Donald J. Trump was sworn-in today, as the 45th President of the United States. In vintage Trump fashion, the new president in his inaugural address spoke in blunt and direct terms to the nation, and the world.
Trump reiterated his central campaign themes and promises, specifically to return manufacturing and jobs to America; to protect U.S. borders; to strengthen the U.S. military; and to “unite the civilized world against Radical Islamic Terrorism, which we will eradicate completely from the face of the Earth.”
Notwithstanding, the new president’s most striking remarks were directed at the political establishment. In an unprecedented, and fearless manner, Trump poignantly stated that the government was serving and protecting the interests of people in government, and not the people of the country. In short, Trump “hammered” the establishment, as he did during his campaign. The self-serving posture of the establishment, as reflected in his speech, ends today.
Trump promised to stand for the “forgotten man and woman;” referring to middle-class, or everyday Americans, who have not benefited from the global vision of the establishment. Trump set forth a new vision – “America First.” He articulated a central economic principle, to wit: “Buy American and hire American.” He committed himself to the economic and security revitalization of the nation’s inner cities. Yet, most importantly, Trump stated that he was returning the government to its rightful owners – the people of the United States.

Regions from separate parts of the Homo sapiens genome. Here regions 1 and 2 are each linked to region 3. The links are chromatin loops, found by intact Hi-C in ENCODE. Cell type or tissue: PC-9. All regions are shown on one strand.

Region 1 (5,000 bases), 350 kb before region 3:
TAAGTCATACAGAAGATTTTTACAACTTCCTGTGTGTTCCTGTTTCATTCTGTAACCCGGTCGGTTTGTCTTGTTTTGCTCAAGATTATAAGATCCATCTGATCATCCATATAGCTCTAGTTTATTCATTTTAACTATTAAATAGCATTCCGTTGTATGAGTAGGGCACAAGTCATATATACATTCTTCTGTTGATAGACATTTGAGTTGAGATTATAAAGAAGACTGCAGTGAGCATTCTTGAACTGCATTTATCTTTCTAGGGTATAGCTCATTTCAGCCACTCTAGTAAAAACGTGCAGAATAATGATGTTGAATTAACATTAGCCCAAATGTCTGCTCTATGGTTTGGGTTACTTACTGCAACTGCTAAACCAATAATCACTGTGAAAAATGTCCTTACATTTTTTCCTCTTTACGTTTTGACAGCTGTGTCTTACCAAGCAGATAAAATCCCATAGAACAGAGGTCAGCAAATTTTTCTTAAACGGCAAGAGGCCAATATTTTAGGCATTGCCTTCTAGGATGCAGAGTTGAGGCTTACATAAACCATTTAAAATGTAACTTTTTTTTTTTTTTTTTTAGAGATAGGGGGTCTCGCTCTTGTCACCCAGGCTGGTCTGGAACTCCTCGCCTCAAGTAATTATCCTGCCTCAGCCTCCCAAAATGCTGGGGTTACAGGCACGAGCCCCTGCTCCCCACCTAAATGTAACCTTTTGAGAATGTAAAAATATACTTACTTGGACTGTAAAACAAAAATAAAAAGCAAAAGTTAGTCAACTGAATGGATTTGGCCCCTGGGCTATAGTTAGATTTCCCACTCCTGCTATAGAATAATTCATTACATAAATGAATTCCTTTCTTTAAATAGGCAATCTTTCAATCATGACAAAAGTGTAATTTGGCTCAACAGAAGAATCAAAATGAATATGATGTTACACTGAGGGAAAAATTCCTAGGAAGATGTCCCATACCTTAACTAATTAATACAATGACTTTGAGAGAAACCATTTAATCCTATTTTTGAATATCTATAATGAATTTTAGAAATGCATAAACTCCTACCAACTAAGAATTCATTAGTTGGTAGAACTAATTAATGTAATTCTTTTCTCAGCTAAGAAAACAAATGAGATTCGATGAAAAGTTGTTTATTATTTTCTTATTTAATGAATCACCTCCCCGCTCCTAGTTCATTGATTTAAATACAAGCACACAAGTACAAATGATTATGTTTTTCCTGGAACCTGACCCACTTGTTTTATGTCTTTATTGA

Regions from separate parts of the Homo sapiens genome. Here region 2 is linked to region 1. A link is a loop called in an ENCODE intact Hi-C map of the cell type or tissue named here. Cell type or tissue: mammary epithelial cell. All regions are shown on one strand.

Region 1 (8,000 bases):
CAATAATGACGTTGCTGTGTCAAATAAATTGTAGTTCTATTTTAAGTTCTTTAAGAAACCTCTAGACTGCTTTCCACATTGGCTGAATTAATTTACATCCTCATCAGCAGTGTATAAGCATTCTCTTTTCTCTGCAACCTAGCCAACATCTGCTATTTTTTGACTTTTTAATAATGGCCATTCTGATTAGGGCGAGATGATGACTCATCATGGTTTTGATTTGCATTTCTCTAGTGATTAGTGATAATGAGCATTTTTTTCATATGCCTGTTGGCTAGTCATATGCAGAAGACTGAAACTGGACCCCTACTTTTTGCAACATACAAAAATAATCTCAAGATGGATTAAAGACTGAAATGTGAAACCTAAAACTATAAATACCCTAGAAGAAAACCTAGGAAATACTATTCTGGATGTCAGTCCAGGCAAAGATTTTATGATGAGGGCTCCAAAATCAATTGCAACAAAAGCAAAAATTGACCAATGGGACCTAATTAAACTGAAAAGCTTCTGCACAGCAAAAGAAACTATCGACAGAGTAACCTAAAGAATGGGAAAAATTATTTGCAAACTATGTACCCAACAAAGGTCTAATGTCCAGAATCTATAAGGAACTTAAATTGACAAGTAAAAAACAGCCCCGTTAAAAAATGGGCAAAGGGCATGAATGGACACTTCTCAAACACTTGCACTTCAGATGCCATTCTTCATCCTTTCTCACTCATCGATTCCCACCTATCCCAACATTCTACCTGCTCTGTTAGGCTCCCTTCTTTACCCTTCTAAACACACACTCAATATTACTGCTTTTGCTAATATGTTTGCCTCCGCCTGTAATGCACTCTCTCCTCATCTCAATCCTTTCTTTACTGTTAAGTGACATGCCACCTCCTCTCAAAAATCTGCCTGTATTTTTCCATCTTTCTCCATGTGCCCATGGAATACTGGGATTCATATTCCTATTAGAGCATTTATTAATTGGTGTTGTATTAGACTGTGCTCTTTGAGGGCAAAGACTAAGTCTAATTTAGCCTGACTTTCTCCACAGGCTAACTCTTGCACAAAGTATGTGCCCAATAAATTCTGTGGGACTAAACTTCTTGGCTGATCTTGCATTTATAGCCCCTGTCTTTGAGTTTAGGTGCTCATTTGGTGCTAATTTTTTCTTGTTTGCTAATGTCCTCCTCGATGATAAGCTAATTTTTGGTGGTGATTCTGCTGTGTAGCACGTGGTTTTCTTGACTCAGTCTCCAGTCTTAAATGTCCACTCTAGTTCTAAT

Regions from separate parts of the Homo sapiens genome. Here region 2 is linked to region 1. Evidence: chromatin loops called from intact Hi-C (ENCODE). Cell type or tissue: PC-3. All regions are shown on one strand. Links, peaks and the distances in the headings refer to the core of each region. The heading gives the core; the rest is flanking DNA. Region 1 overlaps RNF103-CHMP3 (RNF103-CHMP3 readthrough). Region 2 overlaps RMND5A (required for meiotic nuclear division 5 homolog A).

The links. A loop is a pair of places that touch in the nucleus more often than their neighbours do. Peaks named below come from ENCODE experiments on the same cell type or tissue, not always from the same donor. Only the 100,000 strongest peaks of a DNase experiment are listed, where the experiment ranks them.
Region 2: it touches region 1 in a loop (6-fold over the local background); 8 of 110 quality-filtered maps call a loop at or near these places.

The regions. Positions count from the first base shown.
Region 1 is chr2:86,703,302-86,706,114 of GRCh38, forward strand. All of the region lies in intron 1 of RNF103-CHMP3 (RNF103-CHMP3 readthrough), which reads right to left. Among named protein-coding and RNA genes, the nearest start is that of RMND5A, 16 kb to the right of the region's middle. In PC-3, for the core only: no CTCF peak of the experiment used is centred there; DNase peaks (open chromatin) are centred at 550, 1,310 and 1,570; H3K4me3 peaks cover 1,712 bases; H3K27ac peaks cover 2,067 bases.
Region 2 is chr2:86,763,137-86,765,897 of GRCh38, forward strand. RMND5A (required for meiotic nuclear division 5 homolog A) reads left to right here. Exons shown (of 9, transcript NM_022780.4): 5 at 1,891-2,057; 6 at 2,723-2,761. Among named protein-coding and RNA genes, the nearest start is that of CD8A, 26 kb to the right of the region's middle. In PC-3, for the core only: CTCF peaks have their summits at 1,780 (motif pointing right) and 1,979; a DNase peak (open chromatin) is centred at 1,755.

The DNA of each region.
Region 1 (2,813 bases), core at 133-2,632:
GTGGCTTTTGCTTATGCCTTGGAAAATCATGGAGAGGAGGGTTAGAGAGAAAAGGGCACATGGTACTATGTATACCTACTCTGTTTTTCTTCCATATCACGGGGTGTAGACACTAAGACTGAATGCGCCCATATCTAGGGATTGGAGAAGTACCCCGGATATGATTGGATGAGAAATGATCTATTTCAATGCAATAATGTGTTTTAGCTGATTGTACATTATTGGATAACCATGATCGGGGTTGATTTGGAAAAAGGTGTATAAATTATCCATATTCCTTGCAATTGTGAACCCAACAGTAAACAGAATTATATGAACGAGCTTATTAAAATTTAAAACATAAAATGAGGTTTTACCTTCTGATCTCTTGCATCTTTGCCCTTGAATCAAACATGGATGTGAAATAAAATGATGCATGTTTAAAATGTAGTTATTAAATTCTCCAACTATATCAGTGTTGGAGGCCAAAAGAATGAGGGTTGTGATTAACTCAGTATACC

If anyone had any doubts about whether Trump would begin to temper his rhetoric or perspective on the political establishment, the new president vitiated any such thoughts with his inaugural remarks today. Trump means business; and he intends to end the self-serving corruption in Washington; and reconstitute, in the words of Abraham Lincoln, “government of the people, by the people, and for the people,” in this American era.
Donald Trump ran for the presidency to preserve national sovereignty, and to save the country from its impending economic demise, loss of military preeminence, and subordination as a superpower. His inaugural festivities were intentionally designed to be fairly short. Why? Trump is not a man of political rhetoric, but rather action; and he is in a hurry to get about the work of making America great again.
By Allen Sutton